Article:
Three-Martini Afternoons at the Ritz- Gail Crowther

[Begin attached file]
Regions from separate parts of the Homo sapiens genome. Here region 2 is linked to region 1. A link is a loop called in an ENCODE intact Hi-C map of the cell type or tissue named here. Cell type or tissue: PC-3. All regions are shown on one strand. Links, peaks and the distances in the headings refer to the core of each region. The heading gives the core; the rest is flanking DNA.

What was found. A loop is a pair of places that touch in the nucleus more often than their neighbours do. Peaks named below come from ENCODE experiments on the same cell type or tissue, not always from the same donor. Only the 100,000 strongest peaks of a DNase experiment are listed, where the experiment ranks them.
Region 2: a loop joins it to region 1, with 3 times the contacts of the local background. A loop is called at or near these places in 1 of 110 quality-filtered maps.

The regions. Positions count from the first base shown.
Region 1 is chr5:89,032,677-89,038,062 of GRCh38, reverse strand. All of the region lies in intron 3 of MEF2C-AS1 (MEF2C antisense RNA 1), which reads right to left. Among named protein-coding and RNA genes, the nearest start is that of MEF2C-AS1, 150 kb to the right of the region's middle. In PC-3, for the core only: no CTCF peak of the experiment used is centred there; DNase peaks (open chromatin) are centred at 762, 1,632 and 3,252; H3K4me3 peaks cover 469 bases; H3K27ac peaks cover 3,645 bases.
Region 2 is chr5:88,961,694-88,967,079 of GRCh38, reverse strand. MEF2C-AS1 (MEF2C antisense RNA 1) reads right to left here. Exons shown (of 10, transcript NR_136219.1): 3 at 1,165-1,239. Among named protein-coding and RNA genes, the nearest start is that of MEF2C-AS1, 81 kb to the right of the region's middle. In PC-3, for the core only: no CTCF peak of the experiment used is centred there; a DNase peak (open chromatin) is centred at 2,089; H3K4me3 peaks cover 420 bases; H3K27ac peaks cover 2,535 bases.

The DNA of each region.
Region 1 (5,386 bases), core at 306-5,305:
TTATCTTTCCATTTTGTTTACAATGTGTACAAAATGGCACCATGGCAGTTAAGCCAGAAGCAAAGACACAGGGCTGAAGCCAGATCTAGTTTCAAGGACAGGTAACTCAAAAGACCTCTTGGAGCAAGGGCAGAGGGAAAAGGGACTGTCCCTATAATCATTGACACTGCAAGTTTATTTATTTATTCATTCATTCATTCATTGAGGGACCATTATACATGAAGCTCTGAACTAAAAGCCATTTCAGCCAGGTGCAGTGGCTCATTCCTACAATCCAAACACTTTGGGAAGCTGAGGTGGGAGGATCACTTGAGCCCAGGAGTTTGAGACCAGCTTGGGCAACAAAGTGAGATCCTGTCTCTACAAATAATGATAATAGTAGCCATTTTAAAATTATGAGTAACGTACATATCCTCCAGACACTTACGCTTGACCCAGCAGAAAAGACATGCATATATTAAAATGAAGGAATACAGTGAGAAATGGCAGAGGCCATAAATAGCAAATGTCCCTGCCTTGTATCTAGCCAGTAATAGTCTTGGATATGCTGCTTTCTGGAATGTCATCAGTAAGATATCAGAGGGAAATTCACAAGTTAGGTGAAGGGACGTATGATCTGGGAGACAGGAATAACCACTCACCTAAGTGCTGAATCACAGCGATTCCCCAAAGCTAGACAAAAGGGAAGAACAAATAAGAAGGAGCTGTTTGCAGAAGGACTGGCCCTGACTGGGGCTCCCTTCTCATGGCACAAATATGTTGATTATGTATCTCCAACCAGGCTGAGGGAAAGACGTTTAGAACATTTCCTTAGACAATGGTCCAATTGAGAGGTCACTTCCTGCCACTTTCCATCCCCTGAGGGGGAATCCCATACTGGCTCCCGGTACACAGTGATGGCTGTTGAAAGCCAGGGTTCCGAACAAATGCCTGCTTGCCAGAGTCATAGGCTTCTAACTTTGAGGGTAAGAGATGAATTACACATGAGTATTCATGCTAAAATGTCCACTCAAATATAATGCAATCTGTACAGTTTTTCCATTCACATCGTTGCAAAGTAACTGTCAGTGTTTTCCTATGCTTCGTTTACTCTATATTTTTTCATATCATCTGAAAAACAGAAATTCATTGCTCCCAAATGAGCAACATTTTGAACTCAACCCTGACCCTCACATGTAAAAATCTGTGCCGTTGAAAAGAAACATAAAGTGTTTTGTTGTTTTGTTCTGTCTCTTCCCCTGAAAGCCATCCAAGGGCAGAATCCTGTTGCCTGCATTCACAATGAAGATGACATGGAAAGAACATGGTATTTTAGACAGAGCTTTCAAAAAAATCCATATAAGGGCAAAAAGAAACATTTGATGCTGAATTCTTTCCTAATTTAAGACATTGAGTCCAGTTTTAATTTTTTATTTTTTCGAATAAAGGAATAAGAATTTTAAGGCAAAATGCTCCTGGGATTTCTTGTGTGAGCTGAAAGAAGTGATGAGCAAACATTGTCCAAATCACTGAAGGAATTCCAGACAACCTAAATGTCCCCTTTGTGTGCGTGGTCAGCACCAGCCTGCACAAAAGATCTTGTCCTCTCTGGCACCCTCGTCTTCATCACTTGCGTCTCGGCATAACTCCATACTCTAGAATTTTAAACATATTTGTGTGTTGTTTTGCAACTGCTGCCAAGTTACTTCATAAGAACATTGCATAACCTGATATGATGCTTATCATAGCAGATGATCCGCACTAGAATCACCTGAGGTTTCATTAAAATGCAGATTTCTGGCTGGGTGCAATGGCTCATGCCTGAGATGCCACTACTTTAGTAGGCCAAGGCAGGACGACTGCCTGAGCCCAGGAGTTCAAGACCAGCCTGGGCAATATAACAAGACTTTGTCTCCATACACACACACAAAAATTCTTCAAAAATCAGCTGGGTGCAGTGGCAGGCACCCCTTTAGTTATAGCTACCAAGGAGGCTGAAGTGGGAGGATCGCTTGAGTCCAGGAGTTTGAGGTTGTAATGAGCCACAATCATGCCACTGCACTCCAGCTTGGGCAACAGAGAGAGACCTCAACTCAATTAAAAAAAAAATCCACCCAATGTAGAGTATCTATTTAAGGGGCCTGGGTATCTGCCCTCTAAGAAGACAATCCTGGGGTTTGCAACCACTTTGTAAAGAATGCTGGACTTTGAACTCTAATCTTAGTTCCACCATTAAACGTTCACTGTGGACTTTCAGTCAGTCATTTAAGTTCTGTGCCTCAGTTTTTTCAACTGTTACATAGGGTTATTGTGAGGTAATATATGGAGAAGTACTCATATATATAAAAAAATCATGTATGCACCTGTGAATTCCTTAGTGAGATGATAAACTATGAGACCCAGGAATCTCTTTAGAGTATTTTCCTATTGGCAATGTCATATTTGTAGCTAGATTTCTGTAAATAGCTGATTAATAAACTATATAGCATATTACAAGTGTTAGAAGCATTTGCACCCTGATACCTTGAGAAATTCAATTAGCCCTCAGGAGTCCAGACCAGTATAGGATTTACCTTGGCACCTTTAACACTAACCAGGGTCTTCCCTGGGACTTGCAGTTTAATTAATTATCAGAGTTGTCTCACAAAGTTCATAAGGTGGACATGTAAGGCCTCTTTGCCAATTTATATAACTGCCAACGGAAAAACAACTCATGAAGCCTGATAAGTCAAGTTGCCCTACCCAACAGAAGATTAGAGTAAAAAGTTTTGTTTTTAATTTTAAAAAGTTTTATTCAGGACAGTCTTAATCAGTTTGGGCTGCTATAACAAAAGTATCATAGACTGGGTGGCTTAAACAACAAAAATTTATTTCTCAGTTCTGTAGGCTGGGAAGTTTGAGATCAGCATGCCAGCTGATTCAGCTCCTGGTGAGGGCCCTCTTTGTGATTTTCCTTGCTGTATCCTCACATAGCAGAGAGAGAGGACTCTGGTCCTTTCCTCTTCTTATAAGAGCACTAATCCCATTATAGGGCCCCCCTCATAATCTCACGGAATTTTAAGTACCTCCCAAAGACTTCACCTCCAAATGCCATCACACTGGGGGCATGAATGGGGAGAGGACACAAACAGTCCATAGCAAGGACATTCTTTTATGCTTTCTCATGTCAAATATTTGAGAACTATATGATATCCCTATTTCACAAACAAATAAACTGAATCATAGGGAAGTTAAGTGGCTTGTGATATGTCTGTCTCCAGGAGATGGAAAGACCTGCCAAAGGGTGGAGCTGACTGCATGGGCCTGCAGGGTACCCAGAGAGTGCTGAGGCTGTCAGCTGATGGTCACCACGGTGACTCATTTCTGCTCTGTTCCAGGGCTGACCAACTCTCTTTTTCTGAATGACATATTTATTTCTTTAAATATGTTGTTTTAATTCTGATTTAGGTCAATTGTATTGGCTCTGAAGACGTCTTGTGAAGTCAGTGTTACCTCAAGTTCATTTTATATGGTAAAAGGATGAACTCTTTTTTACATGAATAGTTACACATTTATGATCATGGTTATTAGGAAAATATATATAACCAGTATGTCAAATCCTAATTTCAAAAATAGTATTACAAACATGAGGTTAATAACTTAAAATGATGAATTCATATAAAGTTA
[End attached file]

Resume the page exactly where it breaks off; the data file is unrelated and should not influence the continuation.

Sylvia Plath and Anne Sexton are icons for those of us who grew up in the “second wave” feminist movement. I always knew who they were, their perceived impact on women’s literature and that they committed suicide. I read “The Bell Jar” in 1977. But this is a must-read book for so many reasons beyond what you think you know about Plath and Sexton. It is a beautifully drawn biography that puts in context their lives and their work. It’s painful to read because both of them endured a lot of pain. But it reminds us that they were not their illness but whole women who had parents, husbands, in-laws, children, recipes, households, and who worked outside the home (in studies, at tables, attending workshops and conferences, at public readings and radio broadcasts, teaching). This was, of course, in the fifties and sixties when most middle-class women or higher-class women worked as housewives and mothers. Crowther organizes the book starting with an overview of how Plath and Sexton met and generally how their lives were similar, then separates each chapter by topic (“mental health” “writing”), addressing them as individuals. While there are similarities in their lives and they were only four years apart in age, they are very different personalities: Plath was an organized, good student, perfectionist whose gifts were recognized when she was quite young. Sexton a scattered bon vivant who was considered a poor student and who came to writing seriously after she developed serious postpartum depression. Each experienced periods of severe illness and hospitalization. Each received some treatment we would recognize as normal and familiar and other treatments that horrify. The research is impeccable, the writing beautiful. You need not know who the subjects are to love this book because it is a thoughtful, compassionate, and interesting read. It’s about fascinating people who did not quite fit into their era and so made waves. Big waves with the advent of “Confessional Poetry” and writing on taboo subjects about what it means to be female. I don’t know what I believe about Crowther’s observations about what might have been different for Plath and Sexton if they had been born and grown up after feminism took hold again. I can’t say whether her occasional suggestions that today’s treatment of mental health issues would have been more effective for them. I can say that Crowther’s views are drawn from significant knowledge of her subjects and the era and are reasonable food for thought, not– “out there.” I’ve not read poetry seriously for over forty years, but my next step is to purchase both women’s works and spend more time with them. This book is that good.

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